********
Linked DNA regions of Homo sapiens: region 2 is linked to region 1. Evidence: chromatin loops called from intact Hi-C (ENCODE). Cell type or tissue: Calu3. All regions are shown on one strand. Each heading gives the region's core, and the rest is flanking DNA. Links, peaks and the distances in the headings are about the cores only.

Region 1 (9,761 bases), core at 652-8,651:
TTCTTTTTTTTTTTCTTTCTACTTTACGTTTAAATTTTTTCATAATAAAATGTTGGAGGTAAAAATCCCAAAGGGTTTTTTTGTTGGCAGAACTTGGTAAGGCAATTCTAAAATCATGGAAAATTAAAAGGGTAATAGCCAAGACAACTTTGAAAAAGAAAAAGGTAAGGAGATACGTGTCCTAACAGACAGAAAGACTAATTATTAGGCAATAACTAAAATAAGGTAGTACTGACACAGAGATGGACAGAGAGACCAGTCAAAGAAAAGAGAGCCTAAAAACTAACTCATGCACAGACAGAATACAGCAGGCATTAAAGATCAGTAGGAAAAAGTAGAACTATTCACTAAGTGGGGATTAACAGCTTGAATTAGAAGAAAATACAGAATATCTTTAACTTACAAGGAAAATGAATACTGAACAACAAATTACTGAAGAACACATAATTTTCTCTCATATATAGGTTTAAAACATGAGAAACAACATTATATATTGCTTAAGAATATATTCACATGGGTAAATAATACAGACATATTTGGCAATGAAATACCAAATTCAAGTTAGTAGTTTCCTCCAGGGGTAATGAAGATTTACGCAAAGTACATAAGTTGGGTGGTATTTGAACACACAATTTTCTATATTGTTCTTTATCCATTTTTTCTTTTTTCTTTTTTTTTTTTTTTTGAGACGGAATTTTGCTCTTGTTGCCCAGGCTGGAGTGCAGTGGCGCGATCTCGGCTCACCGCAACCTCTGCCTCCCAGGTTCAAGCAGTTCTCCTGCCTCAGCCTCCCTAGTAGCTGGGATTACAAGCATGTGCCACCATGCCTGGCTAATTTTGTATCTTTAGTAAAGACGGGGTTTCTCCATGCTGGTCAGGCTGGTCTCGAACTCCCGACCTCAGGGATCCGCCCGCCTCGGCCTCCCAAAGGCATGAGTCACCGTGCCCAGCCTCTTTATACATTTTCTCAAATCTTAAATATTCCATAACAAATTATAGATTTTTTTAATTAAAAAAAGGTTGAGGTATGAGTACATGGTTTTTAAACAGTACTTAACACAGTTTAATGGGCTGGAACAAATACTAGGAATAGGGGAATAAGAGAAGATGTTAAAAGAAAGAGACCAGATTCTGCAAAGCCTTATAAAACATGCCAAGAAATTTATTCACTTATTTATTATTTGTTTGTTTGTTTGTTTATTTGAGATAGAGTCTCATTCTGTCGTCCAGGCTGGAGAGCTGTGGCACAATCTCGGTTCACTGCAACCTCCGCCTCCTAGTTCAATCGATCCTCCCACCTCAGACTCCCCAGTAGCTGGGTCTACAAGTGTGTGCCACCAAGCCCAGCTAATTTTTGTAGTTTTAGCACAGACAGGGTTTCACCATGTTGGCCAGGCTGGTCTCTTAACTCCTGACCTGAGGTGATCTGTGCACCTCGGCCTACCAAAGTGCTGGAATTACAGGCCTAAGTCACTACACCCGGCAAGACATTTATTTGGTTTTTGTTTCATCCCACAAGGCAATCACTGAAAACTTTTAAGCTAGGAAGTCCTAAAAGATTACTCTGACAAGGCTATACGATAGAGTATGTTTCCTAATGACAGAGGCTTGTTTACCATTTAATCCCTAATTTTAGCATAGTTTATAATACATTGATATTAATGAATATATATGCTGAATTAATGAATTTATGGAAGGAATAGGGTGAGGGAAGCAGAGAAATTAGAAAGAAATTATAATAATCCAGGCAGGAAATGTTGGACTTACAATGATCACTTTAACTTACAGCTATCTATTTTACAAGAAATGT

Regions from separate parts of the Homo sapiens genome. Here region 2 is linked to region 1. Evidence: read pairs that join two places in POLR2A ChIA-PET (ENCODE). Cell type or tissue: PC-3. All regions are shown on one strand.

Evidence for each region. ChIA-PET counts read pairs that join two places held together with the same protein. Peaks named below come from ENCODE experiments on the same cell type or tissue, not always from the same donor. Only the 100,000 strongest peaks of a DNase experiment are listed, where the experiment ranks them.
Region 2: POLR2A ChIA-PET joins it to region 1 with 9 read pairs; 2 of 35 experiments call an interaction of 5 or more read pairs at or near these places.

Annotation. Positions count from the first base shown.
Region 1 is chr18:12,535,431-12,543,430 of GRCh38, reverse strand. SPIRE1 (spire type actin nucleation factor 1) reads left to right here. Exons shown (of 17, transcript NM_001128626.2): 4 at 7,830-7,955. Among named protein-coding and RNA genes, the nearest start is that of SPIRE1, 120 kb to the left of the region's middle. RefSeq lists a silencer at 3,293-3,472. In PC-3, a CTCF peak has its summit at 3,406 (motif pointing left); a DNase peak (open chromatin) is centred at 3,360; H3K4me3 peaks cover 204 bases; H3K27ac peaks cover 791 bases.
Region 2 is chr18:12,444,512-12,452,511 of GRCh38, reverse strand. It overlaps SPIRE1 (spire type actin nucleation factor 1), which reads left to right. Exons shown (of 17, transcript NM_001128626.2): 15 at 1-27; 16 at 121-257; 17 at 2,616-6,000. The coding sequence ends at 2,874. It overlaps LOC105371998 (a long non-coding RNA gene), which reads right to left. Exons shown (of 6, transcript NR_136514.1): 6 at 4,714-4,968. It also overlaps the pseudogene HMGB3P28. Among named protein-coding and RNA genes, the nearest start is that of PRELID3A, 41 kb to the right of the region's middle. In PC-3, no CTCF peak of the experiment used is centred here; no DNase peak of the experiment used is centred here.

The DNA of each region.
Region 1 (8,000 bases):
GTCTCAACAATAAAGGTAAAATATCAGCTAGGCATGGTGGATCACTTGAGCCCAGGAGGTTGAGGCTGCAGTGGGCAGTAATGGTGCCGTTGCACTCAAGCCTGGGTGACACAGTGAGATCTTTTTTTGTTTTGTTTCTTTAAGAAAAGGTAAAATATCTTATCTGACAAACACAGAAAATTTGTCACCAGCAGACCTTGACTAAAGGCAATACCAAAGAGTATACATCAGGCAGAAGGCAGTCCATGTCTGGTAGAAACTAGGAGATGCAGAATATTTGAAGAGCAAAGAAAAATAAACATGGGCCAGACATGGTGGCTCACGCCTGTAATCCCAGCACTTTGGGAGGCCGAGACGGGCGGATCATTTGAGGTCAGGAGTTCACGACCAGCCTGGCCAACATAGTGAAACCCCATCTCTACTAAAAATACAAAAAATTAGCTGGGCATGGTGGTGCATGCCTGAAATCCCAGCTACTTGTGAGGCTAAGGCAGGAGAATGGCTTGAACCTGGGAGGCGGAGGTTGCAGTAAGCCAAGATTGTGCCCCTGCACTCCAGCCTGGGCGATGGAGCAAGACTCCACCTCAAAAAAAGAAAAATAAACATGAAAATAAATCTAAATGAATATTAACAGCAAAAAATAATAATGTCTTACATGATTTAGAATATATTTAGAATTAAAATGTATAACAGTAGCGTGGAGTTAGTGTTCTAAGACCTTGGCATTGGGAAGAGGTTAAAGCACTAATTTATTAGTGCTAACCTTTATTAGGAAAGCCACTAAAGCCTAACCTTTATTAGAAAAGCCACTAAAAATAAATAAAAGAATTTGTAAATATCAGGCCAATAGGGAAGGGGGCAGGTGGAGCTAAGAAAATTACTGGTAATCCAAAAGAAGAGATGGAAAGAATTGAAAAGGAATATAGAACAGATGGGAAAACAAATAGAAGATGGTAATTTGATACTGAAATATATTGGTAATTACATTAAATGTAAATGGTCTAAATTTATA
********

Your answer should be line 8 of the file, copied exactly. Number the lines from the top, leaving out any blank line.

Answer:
Region 1 is chr18:12,535,431-12,543,430 of GRCh38, reverse strand. SPIRE1 (spire type actin nucleation factor 1) reads left to right here. Exons shown (of 17, transcript NM_001128626.2): 4 at 7,830-7,955. Among named protein-coding and RNA genes, the nearest start is that of SPIRE1, 120 kb to the left of the region's middle. RefSeq lists a silencer at 3,293-3,472. In PC-3, a CTCF peak has its summit at 3,406 (motif pointing left); a DNase peak (open chromatin) is centred at 3,360; H3K4me3 peaks cover 204 bases; H3K27ac peaks cover 791 bases.